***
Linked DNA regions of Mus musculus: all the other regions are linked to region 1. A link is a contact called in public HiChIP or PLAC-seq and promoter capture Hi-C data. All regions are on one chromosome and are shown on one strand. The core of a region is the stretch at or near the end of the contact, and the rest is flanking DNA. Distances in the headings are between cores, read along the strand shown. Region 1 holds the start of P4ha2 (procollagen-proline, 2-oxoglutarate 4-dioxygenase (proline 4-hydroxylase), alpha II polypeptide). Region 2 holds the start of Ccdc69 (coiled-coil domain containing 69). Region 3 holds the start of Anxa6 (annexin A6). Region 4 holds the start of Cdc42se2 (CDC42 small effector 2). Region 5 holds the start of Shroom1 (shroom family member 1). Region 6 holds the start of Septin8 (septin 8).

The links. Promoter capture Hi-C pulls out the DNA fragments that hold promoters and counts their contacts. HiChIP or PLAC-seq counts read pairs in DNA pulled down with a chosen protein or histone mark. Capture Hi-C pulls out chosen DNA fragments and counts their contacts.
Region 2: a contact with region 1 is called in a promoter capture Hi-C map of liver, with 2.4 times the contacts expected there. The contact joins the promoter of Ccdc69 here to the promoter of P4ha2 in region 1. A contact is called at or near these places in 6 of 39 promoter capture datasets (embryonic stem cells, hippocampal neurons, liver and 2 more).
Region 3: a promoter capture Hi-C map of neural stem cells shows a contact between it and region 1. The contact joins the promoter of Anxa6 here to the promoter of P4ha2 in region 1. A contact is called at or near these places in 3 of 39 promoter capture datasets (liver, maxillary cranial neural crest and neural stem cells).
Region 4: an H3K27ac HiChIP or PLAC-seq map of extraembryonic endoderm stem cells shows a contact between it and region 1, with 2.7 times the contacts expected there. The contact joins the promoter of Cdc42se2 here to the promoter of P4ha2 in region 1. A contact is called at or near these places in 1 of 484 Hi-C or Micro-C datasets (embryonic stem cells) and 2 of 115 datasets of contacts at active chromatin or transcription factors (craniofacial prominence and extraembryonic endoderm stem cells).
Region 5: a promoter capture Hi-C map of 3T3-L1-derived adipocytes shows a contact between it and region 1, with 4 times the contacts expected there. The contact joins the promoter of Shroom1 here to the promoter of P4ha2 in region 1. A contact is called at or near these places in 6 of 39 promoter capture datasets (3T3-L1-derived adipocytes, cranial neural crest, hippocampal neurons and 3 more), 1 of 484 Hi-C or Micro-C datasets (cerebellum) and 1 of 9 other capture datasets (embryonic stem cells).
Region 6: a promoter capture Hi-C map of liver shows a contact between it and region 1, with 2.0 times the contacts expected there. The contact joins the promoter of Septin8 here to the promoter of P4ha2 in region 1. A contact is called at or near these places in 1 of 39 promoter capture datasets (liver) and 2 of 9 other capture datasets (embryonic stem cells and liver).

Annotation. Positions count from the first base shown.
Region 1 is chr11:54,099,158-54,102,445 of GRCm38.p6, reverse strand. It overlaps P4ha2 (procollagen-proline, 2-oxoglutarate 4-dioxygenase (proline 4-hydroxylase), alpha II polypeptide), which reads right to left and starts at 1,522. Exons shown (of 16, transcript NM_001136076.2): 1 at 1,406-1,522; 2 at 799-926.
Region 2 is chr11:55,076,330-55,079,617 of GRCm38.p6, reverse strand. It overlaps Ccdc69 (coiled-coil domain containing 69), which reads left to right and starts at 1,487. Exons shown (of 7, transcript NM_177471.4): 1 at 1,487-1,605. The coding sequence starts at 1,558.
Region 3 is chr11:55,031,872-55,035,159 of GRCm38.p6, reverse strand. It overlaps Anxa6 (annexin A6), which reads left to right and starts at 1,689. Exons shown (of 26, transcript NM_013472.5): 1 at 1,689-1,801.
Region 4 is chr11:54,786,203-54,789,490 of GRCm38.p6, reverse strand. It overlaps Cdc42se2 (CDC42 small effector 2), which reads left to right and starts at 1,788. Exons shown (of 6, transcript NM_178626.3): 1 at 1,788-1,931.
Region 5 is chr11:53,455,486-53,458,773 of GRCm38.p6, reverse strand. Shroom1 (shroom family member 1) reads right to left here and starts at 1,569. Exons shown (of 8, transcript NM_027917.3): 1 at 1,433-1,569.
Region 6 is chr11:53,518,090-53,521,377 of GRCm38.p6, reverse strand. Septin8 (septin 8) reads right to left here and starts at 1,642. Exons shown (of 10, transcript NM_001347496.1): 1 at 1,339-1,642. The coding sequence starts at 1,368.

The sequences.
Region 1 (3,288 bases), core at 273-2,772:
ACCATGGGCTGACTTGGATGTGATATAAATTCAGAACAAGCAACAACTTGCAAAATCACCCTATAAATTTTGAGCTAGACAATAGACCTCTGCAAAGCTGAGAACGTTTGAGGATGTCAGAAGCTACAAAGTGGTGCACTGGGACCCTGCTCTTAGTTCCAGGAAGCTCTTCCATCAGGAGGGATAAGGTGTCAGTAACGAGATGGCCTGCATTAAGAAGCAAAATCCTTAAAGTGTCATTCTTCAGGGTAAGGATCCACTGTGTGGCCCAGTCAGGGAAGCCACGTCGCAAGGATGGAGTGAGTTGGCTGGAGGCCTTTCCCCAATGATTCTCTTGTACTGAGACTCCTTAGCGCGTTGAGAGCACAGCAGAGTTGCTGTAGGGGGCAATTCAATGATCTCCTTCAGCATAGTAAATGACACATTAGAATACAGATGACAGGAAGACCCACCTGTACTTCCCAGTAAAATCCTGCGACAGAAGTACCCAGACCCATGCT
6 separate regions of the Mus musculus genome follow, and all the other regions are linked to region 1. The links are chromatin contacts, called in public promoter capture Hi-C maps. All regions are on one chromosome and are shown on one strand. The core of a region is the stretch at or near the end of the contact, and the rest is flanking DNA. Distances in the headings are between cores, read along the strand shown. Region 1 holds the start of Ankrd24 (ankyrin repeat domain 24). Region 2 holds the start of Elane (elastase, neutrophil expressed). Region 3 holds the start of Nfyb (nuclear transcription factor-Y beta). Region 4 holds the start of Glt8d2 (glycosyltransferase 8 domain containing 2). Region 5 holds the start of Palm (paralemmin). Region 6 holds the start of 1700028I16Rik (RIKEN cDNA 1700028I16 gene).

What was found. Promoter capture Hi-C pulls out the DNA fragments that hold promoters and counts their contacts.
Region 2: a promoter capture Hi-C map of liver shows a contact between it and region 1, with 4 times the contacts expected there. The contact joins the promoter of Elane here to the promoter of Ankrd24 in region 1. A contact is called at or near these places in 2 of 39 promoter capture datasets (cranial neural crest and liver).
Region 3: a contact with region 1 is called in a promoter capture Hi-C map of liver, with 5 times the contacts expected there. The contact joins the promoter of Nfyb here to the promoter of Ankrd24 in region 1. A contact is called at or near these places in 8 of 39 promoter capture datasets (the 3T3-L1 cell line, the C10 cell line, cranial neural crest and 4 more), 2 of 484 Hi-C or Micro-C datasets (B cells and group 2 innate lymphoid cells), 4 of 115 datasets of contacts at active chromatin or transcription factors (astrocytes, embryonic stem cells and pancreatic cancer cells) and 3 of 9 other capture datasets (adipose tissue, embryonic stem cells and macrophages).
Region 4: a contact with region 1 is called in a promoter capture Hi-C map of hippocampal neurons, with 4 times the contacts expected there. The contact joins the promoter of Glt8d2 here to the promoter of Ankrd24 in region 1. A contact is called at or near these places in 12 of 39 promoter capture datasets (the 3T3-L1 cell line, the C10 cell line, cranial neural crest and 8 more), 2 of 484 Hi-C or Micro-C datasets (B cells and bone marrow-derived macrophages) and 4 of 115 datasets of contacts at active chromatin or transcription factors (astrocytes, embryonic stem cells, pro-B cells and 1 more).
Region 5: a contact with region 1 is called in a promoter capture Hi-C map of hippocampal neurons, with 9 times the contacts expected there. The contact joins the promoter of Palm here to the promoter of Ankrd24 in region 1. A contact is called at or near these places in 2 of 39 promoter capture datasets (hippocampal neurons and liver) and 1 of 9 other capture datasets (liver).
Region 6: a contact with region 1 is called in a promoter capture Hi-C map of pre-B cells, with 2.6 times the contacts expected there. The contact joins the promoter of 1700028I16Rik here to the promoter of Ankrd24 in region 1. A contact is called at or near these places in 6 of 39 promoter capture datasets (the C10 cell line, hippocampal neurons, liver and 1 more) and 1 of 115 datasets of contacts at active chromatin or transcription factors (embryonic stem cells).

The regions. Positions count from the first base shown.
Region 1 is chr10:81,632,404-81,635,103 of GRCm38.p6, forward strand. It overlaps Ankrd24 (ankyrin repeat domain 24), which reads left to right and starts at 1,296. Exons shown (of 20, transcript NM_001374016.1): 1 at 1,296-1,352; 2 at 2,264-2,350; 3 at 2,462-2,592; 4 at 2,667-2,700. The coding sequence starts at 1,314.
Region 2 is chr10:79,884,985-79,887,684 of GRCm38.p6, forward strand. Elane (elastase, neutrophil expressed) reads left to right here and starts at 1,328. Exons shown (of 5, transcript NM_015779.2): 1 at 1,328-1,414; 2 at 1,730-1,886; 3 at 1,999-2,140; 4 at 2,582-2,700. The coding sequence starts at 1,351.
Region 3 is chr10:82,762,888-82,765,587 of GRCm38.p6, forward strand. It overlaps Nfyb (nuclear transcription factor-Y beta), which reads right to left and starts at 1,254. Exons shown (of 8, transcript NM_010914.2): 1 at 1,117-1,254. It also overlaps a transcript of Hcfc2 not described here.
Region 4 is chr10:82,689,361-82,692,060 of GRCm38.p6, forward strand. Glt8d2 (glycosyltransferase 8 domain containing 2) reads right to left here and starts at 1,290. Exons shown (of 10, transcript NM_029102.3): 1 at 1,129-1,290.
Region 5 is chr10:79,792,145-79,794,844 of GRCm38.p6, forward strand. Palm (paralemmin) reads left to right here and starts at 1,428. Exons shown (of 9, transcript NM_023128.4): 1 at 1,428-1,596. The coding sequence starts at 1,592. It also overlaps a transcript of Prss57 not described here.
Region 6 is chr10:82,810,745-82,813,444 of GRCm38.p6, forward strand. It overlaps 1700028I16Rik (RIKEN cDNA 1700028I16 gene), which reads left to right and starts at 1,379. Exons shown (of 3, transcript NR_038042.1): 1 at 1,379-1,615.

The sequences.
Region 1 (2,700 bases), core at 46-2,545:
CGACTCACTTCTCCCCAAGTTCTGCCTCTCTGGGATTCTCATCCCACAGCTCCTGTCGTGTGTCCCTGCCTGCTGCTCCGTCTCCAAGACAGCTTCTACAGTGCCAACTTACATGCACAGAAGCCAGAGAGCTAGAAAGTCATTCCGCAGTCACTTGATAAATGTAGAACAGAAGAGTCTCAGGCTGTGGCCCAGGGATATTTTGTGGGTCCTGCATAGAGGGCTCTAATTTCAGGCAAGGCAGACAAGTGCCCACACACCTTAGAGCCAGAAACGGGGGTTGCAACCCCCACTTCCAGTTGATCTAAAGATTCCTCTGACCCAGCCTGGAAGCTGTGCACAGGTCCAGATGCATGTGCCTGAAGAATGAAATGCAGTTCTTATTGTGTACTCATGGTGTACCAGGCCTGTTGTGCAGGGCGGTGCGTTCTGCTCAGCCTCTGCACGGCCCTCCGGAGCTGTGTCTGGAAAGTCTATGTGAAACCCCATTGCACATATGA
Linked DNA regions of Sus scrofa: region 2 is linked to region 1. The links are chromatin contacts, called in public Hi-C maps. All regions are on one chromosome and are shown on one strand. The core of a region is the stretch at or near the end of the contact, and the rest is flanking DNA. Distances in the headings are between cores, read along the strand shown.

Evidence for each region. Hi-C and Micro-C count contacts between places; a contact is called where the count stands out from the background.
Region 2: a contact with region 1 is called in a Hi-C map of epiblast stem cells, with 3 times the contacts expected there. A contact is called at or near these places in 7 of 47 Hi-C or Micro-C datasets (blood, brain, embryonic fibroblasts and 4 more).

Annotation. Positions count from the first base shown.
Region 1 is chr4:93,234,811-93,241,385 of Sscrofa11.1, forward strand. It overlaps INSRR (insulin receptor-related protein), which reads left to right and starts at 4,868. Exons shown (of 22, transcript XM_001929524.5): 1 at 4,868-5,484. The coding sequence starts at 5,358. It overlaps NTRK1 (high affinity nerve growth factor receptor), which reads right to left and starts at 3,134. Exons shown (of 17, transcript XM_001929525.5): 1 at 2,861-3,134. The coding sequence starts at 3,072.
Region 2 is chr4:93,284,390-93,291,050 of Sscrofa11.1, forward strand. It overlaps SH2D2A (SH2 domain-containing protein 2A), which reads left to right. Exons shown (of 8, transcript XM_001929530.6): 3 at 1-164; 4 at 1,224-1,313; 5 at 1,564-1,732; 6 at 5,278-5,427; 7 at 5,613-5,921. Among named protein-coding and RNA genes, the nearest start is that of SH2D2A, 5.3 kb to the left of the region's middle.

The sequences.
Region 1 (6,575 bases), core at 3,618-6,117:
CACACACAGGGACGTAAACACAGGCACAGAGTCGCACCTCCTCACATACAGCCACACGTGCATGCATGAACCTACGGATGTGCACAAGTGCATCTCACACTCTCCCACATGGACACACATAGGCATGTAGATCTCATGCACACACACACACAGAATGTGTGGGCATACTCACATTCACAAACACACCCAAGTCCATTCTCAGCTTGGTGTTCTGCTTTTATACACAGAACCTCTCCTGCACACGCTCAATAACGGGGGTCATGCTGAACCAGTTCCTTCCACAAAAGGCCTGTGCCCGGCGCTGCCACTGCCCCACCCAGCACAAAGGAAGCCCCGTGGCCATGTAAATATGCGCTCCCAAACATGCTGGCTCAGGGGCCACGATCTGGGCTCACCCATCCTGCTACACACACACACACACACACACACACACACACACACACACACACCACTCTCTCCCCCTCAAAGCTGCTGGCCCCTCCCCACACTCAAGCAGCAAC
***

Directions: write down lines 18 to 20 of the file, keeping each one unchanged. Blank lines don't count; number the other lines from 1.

6 separate regions of the Mus musculus genome follow, and all the other regions are linked to region 1. The links are chromatin contacts, called in public promoter capture Hi-C maps. All regions are on one chromosome and are shown on one strand. The core of a region is the stretch at or near the end of the contact, and the rest is flanking DNA. Distances in the headings are between cores, read along the strand shown. Region 1 holds the start of Ankrd24 (ankyrin repeat domain 24). Region 2 holds the start of Elane (elastase, neutrophil expressed). Region 3 holds the start of Nfyb (nuclear transcription factor-Y beta). Region 4 holds the start of Glt8d2 (glycosyltransferase 8 domain containing 2). Region 5 holds the start of Palm (paralemmin). Region 6 holds the start of 1700028I16Rik (RIKEN cDNA 1700028I16 gene).

What was found. Promoter capture Hi-C pulls out the DNA fragments that hold promoters and counts their contacts.
Region 2: a promoter capture Hi-C map of liver shows a contact between it and region 1, with 4 times the contacts expected there. The contact joins the promoter of Elane here to the promoter of Ankrd24 in region 1. A contact is called at or near these places in 2 of 39 promoter capture datasets (cranial neural crest and liver).